The Curse of Bacterial Canker
Bacterial Canker is evil. Walking the orchard this spring, to get a feel for how the trees have fared over the cold and wet (or warm and wet in this case) winter, I noticed that a few of the plum trees in the little orchard didn’t look great. On a few the blossom had withered and turned brown, on some the leaves had also turned brown or just remained as undeveloped buds which were dry to the touch. And on one tree in particular, we had the awful sight of gummosis, a potential sign of canker. With two of the trees we’ve had no fruit in the five years they’ve been in the ground, despite being on semi-dwarf rootstock, and the leaves did something similar last year. We’ve recently joined the RHS (Royal Horticultural Society) and they have a fantastic service whereby you can send samples in and they will carry out a pathogenic study for you, so you know what you’re dealing with.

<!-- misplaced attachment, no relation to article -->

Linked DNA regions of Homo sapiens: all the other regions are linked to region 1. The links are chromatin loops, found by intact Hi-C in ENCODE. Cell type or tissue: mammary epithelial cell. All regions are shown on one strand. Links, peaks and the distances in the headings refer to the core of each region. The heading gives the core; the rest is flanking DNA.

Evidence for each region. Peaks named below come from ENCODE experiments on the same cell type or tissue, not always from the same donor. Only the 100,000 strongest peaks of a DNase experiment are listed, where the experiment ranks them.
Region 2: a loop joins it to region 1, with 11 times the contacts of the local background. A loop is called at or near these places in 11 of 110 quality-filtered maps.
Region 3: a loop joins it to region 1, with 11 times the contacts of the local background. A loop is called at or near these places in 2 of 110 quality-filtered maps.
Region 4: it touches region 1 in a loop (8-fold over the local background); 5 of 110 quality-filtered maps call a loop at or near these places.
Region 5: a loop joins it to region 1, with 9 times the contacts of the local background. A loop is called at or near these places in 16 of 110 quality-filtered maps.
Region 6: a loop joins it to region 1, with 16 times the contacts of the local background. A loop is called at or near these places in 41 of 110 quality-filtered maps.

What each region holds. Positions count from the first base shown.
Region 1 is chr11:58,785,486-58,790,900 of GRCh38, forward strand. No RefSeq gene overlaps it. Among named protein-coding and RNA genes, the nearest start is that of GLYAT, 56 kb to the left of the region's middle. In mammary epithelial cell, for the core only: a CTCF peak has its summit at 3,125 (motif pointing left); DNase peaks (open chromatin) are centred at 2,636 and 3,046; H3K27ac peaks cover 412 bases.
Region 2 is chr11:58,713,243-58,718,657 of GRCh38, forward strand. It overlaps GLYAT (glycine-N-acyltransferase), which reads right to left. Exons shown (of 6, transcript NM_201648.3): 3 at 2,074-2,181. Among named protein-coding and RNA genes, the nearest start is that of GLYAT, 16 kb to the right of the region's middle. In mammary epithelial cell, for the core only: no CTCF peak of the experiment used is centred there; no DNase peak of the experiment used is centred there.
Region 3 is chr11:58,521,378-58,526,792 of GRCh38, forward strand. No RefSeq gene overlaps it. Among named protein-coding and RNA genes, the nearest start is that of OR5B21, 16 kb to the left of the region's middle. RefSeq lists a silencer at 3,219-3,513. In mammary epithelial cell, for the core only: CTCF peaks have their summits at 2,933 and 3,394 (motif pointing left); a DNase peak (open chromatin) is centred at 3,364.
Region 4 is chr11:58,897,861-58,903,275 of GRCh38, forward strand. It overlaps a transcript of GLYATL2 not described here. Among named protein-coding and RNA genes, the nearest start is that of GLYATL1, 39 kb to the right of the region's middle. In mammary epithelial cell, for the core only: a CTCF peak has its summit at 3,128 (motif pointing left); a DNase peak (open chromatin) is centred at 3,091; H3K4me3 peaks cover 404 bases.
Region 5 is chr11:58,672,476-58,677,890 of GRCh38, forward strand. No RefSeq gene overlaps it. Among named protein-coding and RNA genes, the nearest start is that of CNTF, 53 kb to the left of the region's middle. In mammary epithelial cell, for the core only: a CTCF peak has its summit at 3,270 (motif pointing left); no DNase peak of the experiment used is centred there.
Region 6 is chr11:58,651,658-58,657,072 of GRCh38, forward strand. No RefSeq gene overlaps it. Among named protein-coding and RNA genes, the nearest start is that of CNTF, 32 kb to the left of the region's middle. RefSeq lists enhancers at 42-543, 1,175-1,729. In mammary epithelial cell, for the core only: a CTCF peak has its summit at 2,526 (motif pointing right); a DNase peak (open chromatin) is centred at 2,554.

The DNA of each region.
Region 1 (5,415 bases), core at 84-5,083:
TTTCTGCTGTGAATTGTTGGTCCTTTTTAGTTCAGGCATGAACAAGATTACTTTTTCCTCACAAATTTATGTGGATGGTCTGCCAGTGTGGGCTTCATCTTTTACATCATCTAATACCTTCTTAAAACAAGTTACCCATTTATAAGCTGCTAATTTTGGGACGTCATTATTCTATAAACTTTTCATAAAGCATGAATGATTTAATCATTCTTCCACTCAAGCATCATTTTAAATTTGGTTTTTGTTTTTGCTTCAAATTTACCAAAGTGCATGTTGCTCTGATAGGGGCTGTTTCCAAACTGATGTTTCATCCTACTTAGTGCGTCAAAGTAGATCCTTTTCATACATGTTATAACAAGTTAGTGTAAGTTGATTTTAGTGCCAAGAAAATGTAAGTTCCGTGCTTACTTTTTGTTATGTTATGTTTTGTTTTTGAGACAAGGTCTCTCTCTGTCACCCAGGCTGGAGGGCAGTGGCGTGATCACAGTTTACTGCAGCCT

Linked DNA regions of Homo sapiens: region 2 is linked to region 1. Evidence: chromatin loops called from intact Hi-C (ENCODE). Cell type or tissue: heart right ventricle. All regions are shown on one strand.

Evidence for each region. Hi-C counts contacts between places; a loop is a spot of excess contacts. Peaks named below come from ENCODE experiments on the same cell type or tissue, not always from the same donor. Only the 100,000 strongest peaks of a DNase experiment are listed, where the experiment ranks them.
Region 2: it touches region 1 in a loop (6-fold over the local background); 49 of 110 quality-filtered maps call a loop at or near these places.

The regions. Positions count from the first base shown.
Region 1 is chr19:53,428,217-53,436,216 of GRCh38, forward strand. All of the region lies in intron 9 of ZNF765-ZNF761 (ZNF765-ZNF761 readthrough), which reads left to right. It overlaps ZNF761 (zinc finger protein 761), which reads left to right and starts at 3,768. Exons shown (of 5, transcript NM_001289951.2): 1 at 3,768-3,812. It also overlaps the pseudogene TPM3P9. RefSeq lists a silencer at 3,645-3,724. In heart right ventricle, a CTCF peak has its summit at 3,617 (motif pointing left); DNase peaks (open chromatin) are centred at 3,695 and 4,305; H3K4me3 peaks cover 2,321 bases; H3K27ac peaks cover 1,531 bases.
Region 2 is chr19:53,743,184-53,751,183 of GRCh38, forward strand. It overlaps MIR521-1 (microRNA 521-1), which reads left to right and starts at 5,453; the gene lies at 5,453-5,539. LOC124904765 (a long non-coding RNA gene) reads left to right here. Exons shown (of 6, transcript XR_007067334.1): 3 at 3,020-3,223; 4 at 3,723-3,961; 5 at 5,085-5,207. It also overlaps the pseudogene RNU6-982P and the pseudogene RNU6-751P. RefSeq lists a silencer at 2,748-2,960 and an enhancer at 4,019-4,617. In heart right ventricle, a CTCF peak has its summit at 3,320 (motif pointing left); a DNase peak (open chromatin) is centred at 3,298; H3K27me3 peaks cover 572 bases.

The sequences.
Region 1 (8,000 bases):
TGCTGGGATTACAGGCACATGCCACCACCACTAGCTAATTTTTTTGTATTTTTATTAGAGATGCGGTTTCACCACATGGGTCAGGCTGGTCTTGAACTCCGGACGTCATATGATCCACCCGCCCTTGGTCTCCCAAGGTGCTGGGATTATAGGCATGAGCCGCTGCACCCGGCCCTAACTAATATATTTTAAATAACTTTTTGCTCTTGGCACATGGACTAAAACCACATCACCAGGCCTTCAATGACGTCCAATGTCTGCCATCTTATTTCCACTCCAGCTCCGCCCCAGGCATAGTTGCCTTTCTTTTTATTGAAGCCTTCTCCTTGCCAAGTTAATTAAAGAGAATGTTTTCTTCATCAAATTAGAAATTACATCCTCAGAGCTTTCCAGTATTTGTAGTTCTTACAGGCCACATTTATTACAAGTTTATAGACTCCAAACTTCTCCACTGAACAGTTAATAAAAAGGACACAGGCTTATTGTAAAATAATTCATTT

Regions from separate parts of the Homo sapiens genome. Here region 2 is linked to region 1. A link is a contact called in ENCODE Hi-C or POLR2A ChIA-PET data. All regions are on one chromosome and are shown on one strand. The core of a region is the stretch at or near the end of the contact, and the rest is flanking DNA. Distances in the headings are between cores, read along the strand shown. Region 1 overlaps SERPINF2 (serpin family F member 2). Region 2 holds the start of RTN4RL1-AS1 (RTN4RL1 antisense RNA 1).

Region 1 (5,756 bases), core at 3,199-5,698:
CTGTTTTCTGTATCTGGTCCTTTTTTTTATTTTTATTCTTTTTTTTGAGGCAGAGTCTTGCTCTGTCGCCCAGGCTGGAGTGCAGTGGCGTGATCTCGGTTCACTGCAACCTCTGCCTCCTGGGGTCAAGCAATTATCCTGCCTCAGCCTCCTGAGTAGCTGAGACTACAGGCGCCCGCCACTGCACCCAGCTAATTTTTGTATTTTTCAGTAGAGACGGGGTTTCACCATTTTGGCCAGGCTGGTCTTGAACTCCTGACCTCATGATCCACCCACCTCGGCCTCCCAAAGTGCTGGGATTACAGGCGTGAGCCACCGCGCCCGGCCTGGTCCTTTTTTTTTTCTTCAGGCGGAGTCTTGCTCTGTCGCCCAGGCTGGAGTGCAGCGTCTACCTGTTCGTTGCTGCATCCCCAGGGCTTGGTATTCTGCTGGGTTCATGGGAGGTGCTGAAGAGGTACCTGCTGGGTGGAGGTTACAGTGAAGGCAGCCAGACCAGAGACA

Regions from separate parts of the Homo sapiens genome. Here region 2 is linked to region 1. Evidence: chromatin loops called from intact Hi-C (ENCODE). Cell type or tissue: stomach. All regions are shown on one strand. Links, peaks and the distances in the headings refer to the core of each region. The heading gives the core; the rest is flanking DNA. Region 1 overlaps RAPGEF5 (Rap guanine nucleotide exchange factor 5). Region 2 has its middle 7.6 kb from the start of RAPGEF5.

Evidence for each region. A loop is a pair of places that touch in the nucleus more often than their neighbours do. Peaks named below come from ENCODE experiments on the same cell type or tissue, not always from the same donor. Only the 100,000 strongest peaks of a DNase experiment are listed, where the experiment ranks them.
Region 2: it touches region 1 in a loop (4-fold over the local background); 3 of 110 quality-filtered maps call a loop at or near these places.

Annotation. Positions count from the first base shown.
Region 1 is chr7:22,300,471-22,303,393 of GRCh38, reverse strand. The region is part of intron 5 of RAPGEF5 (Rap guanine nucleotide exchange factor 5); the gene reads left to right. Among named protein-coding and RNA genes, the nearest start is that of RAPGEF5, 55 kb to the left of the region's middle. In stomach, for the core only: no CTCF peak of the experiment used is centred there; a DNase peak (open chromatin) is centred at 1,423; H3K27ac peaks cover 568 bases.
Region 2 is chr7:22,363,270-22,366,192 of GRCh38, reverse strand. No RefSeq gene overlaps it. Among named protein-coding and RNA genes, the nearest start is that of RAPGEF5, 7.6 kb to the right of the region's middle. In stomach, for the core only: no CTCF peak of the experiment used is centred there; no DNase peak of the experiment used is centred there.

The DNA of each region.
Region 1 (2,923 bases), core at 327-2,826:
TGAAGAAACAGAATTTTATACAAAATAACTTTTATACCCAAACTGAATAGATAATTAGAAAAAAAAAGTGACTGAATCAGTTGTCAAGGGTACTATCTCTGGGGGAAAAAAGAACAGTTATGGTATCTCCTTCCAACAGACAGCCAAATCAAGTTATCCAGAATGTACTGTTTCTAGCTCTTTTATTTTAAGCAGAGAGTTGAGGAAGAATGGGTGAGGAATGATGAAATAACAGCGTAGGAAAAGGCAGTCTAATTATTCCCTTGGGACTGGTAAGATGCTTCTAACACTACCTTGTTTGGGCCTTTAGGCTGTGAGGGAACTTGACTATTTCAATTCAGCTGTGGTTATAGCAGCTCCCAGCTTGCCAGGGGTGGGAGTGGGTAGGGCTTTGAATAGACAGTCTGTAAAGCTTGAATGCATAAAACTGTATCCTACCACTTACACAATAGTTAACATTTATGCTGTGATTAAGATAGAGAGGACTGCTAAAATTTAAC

Three days later and the three sample we sent off came back positive for Bacterial Canker – an opportunistic canker that infects wounds or prune cuts, remaining dormant over winter in the tree, to pop up in the spring. The infection causes leaves to drop early, allowing the infection to re-enter the tree through the leaf wound, and so infecting the tree for next year. The gummosis is a sign of a few tree problems, but the fact we also had dead leaf buds and blossom pointed to Bacterial Canker. In an older tree we could cut out dead wood and treat the tree to prolong its useful life, but as these trees are so young, and main branches were infected, I decided to pull them up and dispose of them. We’ve had problems in the orchard with cherries first, and now plums, and I suspect that the ground is having a part to play with it. Since that bad winter four years ago, where we were waterlogged for several months, the stone fruit has suffered. The majority of the cherries died in that winter, some survived but succumbed to a canker of sorts in the spring and summer, and now this warm wet winter seems to have done similar to the plums. The apple trees, touch fruit wood, are looking okay, so we’ll order more local varieties to replace the plums. I’ve also read that the rootstock M116 is a good choice for wetter sites than the MM106 we have the rest of the small orchard apples on, so I’ll try and track down somewhere that sells that rootstock.